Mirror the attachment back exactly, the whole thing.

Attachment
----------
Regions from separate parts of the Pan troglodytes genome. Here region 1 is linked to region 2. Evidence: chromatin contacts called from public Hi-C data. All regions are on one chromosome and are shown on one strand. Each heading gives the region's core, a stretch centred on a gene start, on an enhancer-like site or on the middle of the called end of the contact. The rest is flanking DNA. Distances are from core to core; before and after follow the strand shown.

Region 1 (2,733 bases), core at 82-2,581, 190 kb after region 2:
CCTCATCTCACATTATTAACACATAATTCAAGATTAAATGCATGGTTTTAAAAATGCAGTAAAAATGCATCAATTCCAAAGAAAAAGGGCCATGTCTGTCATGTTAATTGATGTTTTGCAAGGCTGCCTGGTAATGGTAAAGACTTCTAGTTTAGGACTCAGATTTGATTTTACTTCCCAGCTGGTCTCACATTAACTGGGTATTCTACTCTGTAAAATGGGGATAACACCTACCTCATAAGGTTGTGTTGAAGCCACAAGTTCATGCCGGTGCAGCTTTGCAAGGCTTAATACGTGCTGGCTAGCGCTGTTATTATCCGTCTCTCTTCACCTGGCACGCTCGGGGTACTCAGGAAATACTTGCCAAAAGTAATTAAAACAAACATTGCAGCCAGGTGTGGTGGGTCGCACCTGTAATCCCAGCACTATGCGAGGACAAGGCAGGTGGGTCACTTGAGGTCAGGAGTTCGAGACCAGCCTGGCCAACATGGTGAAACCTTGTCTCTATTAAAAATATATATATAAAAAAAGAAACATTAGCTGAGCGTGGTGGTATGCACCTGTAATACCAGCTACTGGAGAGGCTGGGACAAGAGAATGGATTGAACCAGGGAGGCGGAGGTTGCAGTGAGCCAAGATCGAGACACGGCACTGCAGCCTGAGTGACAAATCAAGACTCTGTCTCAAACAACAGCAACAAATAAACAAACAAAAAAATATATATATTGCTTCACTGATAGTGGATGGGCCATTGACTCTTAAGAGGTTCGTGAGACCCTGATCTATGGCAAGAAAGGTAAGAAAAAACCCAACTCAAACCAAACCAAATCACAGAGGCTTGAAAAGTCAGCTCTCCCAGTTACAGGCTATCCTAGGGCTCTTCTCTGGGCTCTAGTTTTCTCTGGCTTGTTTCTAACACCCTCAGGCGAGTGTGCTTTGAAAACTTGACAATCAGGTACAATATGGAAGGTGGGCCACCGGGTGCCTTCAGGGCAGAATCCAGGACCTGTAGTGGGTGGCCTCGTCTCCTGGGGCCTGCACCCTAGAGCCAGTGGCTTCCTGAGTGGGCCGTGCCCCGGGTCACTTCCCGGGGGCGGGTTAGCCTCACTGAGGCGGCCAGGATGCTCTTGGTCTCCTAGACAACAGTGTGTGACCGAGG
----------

Regions from separate parts of the Pan troglodytes genome. Here region 1 is linked to region 2. Evidence: chromatin contacts called from public Hi-C data. All regions are on one chromosome and are shown on one strand. Each heading gives the region's core, a stretch centred on a gene start, on an enhancer-like site or on the middle of the called end of the contact. The rest is flanking DNA. Distances are from core to core; before and after follow the strand shown.

Region 1 (2,733 bases), core at 82-2,581, 190 kb after region 2:
CCTCATCTCACATTATTAACACATAATTCAAGATTAAATGCATGGTTTTAAAAATGCAGTAAAAATGCATCAATTCCAAAGAAAAAGGGCCATGTCTGTCATGTTAATTGATGTTTTGCAAGGCTGCCTGGTAATGGTAAAGACTTCTAGTTTAGGACTCAGATTTGATTTTACTTCCCAGCTGGTCTCACATTAACTGGGTATTCTACTCTGTAAAATGGGGATAACACCTACCTCATAAGGTTGTGTTGAAGCCACAAGTTCATGCCGGTGCAGCTTTGCAAGGCTTAATACGTGCTGGCTAGCGCTGTTATTATCCGTCTCTCTTCACCTGGCACGCTCGGGGTACTCAGGAAATACTTGCCAAAAGTAATTAAAACAAACATTGCAGCCAGGTGTGGTGGGTCGCACCTGTAATCCCAGCACTATGCGAGGACAAGGCAGGTGGGTCACTTGAGGTCAGGAGTTCGAGACCAGCCTGGCCAACATGGTGAAACCTTGTCTCTATTAAAAATATATATATAAAAAAAGAAACATTAGCTGAGCGTGGTGGTATGCACCTGTAATACCAGCTACTGGAGAGGCTGGGACAAGAGAATGGATTGAACCAGGGAGGCGGAGGTTGCAGTGAGCCAAGATCGAGACACGGCACTGCAGCCTGAGTGACAAATCAAGACTCTGTCTCAAACAACAGCAACAAATAAACAAACAAAAAAATATATATATTGCTTCACTGATAGTGGATGGGCCATTGACTCTTAAGAGGTTCGTGAGACCCTGATCTATGGCAAGAAAGGTAAGAAAAAACCCAACTCAAACCAAACCAAATCACAGAGGCTTGAAAAGTCAGCTCTCCCAGTTACAGGCTATCCTAGGGCTCTTCTCTGGGCTCTAGTTTTCTCTGGCTTGTTTCTAACACCCTCAGGCGAGTGTGCTTTGAAAACTTGACAATCAGGTACAATATGGAAGGTGGGCCACCGGGTGCCTTCAGGGCAGAATCCAGGACCTGTAGTGGGTGGCCTCGTCTCCTGGGGCCTGCACCCTAGAGCCAGTGGCTTCCTGAGTGGGCCGTGCCCCGGGTCACTTCCCGGGGGCGGGTTAGCCTCACTGAGGCGGCCAGGATGCTCTTGGTCTCCTAGACAACAGTGTGTGACCGAGG